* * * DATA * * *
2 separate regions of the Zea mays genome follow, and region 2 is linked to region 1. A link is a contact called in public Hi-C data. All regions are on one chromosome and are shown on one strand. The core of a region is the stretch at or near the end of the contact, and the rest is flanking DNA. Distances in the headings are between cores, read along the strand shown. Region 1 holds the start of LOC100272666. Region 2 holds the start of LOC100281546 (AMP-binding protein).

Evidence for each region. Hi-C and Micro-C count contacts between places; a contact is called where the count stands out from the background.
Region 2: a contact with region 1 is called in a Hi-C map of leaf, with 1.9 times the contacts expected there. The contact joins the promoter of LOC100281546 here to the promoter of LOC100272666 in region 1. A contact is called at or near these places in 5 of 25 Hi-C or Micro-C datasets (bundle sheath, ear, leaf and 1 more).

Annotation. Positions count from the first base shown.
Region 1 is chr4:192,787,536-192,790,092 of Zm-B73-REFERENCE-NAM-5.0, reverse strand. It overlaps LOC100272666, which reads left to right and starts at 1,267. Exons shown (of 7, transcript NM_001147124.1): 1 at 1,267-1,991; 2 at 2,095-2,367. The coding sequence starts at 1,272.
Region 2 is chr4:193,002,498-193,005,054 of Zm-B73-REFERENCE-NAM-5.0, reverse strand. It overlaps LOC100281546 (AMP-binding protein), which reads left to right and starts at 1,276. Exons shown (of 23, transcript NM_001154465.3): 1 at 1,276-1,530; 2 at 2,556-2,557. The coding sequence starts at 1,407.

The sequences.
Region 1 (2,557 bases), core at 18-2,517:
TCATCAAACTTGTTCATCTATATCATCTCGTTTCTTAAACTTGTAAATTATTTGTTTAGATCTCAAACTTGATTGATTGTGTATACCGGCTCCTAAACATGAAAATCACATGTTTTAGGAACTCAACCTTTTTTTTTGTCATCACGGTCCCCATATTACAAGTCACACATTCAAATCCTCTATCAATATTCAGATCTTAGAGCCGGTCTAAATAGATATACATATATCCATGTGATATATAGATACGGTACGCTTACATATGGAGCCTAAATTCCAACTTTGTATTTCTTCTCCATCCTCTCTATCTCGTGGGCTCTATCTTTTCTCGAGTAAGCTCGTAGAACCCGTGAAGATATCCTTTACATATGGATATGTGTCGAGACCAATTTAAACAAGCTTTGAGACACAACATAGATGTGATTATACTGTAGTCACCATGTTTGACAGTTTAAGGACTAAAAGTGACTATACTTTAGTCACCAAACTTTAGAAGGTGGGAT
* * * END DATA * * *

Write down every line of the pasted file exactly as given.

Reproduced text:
2 separate regions of the Zea mays genome follow, and region 2 is linked to region 1. A link is a contact called in public Hi-C data. All regions are on one chromosome and are shown on one strand. The core of a region is the stretch at or near the end of the contact, and the rest is flanking DNA. Distances in the headings are between cores, read along the strand shown. Region 1 holds the start of LOC100272666. Region 2 holds the start of LOC100281546 (AMP-binding protein).

Evidence for each region. Hi-C and Micro-C count contacts between places; a contact is called where the count stands out from the background.
Region 2: a contact with region 1 is called in a Hi-C map of leaf, with 1.9 times the contacts expected there. The contact joins the promoter of LOC100281546 here to the promoter of LOC100272666 in region 1. A contact is called at or near these places in 5 of 25 Hi-C or Micro-C datasets (bundle sheath, ear, leaf and 1 more).

Annotation. Positions count from the first base shown.
Region 1 is chr4:192,787,536-192,790,092 of Zm-B73-REFERENCE-NAM-5.0, reverse strand. It overlaps LOC100272666, which reads left to right and starts at 1,267. Exons shown (of 7, transcript NM_001147124.1): 1 at 1,267-1,991; 2 at 2,095-2,367. The coding sequence starts at 1,272.
Region 2 is chr4:193,002,498-193,005,054 of Zm-B73-REFERENCE-NAM-5.0, reverse strand. It overlaps LOC100281546 (AMP-binding protein), which reads left to right and starts at 1,276. Exons shown (of 23, transcript NM_001154465.3): 1 at 1,276-1,530; 2 at 2,556-2,557. The coding sequence starts at 1,407.

The sequences.
Region 1 (2,557 bases), core at 18-2,517:
TCATCAAACTTGTTCATCTATATCATCTCGTTTCTTAAACTTGTAAATTATTTGTTTAGATCTCAAACTTGATTGATTGTGTATACCGGCTCCTAAACATGAAAATCACATGTTTTAGGAACTCAACCTTTTTTTTTGTCATCACGGTCCCCATATTACAAGTCACACATTCAAATCCTCTATCAATATTCAGATCTTAGAGCCGGTCTAAATAGATATACATATATCCATGTGATATATAGATACGGTACGCTTACATATGGAGCCTAAATTCCAACTTTGTATTTCTTCTCCATCCTCTCTATCTCGTGGGCTCTATCTTTTCTCGAGTAAGCTCGTAGAACCCGTGAAGATATCCTTTACATATGGATATGTGTCGAGACCAATTTAAACAAGCTTTGAGACACAACATAGATGTGATTATACTGTAGTCACCATGTTTGACAGTTTAAGGACTAAAAGTGACTATACTTTAGTCACCAAACTTTAGAAGGTGGGAT